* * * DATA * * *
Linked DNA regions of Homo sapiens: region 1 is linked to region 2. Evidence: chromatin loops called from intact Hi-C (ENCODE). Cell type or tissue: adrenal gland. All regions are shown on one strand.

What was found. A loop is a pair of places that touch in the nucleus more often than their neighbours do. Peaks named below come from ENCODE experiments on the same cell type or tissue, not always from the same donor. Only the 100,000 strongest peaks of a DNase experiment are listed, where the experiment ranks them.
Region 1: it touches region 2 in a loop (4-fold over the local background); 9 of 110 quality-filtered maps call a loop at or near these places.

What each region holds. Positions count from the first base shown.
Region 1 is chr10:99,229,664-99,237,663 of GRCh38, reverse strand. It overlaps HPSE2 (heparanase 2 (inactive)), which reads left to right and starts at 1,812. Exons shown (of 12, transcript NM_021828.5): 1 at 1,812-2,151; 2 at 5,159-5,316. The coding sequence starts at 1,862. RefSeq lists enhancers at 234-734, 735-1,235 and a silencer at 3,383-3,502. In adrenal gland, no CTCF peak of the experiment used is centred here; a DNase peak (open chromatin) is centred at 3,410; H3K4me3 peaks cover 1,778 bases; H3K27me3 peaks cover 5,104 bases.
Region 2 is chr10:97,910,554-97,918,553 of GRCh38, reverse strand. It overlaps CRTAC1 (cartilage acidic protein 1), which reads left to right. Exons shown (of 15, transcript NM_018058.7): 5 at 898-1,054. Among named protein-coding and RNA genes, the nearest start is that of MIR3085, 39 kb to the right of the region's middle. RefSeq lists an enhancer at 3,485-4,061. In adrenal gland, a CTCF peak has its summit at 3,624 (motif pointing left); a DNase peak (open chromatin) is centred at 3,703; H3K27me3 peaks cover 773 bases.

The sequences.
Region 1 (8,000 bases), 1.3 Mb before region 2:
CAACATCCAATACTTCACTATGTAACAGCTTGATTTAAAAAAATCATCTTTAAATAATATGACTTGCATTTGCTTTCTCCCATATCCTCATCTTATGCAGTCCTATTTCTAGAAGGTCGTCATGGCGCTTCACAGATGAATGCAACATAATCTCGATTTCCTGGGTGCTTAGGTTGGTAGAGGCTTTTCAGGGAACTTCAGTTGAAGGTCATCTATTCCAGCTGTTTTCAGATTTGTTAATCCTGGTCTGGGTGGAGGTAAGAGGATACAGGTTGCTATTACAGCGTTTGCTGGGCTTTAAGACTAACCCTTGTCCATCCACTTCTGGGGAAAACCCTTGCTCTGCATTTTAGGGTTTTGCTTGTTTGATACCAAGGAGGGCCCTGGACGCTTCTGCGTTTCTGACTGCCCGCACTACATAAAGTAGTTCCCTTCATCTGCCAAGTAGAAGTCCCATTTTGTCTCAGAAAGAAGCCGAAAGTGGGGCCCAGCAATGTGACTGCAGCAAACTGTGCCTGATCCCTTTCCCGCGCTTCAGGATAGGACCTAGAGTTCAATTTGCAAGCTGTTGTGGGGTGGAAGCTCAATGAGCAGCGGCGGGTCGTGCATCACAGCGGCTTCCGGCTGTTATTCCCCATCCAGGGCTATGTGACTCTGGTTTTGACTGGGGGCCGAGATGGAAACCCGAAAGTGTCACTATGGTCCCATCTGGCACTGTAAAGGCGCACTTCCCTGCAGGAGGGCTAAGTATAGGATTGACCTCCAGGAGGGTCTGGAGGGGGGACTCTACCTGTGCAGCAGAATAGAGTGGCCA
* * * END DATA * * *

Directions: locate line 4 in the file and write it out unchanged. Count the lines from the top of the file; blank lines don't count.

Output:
What each region holds. Positions count from the first base shown.